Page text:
Island Life in Hawaii: Whale Watching and Hālona Blowhole

star_honolulu_IMG_4391After hiking Diamond Head, we were ready to get on the water and do some whale watching. After reviewing numerous options we decided on the Star of Honolulu. They have several tours available and we chose the premier whale watch cruise and lunch.

We (Merri Beth, Zander, Coco, my mom, and I) drove from Waikiki to Aloha Tower Marketplace, found some parking, and made our way to Pier 8. After we checked in, we had a few minutes before they started boarding the boat so we decided to walk around the pier area to enjoy the beautiful view. Once we boarded, we settled in at a table and waited for further instructions from the crew.

The Star of Honolulu features a 60’ high observation deck with a 360° view. The whale activities have a Certified Naturalists onboard, a keiki (child) program, and the package includes lei making, hula dance lessons, and ukulele lessons. We also got the Taste of Hawaii buffet that included items such as citrus miso glazed white fish, Lomilomi Salmon, tofu poke, and much more!

After going over some safety instructions, the whale program started and Zander was selected as one of the volunteers to help with the start of the program to show how long whales can grow in length (using ropes). Merri Beth took Coco and Zander to the kids program while mom and I headed out to the deck to start looking for whales.

star_honolulu_01We cruised along the southern shore of Oahu, heading east toward Diamond Head and into the whale sanctuary. I made my way to the top deck, where MB and the kids joined later. We were doing out best to look for whales, but we weren’t in luck today.

After about an hour of looking at the water and enjoying the fabulous views of Honolulu, Waikiki, and Diamond Head, we went inside the cabin for lunch. The food was really good and everyone enjoyed the taste of Hawaii buffet.

The activities started after lunch. We started off at the lei making class. Which was awesome. Each of us made our own lei out of purple and white orchid flowers. Next was hula lessons. MB, Coco, and I put on some grass skirts and lei’s and followed the instructions. Zander decided he wanted to try his hand on the ukulele.

The activities wrapped up as we made our way back to port. The Star of Honolulu has a whale guarantee, and since we didn’t see any whales, we got a voucher to come back on a future cruise.

Watching the Hālona Blowhole

halona_blowhole_IMG_4423After our disappointing but fun whale watching excursion, we headed to the eastern part of the island to see the Hālona Blowhole. We drove along Ala Moana Blvd to Waikiki, then took Kalakaua Avenue to Diamond Head Road. We stopped off at one of the lookouts to check the surf and my mom was still looking for whales.

We drove around Diamond Head, eventually finding our way to highway 72, the Kalanianaole Hwy, which took us by Hanauma Bay and eventually to the Hālona Blowhole.

The blowhole is located at Hālona Cove, just south of Sandy Beach Park. The parking lot was packed with tourists and the winds were strong out of the east. The swells were rolling in, which is perfect for the blowhole to spray out water like a geyser on the incoming swells.

We enjoyed spending some time on the overlook at Hālona Cove and watching the blowhole activity. I even got a some video with the GoPro (which I’m still working on).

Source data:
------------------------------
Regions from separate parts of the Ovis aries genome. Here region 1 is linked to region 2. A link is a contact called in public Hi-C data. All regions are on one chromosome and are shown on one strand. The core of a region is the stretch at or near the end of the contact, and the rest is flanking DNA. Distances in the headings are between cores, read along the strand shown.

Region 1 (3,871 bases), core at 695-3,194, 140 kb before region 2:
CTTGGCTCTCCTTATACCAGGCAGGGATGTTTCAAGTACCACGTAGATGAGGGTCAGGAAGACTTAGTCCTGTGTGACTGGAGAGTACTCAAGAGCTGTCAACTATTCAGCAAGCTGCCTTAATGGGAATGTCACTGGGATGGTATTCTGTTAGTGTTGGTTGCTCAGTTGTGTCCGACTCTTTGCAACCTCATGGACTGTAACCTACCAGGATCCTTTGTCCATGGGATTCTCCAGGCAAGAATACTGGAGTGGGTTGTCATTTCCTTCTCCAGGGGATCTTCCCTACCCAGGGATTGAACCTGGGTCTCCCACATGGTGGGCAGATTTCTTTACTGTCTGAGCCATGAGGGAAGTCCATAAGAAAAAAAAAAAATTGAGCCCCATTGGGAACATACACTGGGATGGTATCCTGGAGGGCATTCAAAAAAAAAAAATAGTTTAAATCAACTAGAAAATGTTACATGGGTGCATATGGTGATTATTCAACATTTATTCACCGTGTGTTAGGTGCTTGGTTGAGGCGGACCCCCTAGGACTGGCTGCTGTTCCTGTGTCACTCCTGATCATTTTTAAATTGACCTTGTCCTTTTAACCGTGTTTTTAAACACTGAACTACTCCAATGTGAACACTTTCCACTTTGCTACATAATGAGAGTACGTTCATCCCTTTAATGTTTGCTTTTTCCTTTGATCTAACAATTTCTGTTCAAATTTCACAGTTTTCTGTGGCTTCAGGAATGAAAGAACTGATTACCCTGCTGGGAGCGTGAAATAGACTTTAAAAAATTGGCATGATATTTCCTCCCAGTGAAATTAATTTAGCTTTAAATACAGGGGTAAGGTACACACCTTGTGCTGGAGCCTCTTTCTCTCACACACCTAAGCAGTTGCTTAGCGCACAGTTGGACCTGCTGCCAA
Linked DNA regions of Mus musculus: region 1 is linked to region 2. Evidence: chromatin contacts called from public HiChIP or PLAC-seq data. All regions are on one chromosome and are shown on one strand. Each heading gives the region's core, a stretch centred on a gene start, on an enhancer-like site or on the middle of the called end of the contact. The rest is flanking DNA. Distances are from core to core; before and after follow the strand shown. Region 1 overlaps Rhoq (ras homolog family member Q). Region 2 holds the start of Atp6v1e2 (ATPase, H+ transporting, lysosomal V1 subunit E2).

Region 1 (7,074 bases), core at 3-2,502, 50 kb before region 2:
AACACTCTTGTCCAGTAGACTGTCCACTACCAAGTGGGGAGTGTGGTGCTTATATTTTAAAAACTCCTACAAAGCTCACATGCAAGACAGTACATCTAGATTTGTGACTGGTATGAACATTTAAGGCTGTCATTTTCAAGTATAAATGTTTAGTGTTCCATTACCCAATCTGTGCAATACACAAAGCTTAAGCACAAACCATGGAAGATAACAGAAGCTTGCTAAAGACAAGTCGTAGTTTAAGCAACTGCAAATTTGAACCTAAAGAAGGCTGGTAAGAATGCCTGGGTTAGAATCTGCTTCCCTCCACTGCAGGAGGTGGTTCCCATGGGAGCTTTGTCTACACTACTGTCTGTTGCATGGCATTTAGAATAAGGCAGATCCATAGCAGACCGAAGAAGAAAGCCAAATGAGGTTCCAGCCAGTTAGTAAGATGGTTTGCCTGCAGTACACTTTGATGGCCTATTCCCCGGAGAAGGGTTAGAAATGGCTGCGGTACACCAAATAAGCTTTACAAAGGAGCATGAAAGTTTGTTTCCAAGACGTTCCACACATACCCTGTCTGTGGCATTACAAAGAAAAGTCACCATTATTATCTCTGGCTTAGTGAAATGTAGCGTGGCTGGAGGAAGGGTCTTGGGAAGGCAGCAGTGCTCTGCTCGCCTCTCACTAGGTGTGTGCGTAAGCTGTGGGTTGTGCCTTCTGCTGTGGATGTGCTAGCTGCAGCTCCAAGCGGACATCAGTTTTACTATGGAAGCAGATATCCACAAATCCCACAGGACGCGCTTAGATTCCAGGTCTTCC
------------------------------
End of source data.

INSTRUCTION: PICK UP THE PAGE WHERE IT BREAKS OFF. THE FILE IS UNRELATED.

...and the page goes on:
Happy Hour with Liquid Aloha

On the way back to Waikiki, we stopped at Kona Brewing for happy hour. The brewpub is located at the Koko Marina Center. We got a table overlooking the marina and ordered some beers that we can’t get back home. We sampled some fine beers like Duke’s Blonde Ale, Black Sand Porter, Hula Hefeweizen, and the Lavaman Red Ale. We also ordered some pu-pu’s (appetizers) for the table.

Before we left, we decided to get some takeout food for dinner back at our place. We ordered some pizza’s, sandwiches, and salads. Unfortunately, no to-go beer. No worries, we had some Longboard Lager stocked in the fridge.

And that’s a little bit from our second full day in Hawaii. Enjoy the pictures.

Picture from the Star of Honolulu

Pictures from Hālona Blowhole

About Shibby

Jason Hibbets is a senior community architect at Red Hat which means he is a mash-up of a community manager and project manager for Opensource.com--a publication and story-telling platform for open source communities. At night, he wears a cape, and is a captain for the Open Raleigh brigade, as well as a co-chair for NC Open Pass. Jason is the author of a book called The foundation for an open source city--a resource for cities and citizens interested in improving their government through civic hacking. While writing the book, he discovered his unknown super power of building communities of passionate people. Jason graduated from North Carolina State University and resides in Raleigh, NC with his wife, two kids, two border collies, chickens, lots of tomato plants, and a lazy raccoon somewhere in an oak tree. In his copious spare time, he enjoys surfing, running, gardening, traveling, watching football, sampling craft beer, and participating in local government--not necessarily in that order, but close to it. You can follow him on Twitter: @jhibbets
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3 Responses to Island Life in Hawaii: Whale Watching and Hālona Blowhole

  1. Pingback: Island Life in Hawaii: Hiking Diamond Head | hibbets.net blog

  2. Pingback: Island Life in Hawaii: Arrival | hibbets.net blog

  3. Pingback: GoPro Pictures from Snorkeling in Hanauma Bay | hibbets.net blog

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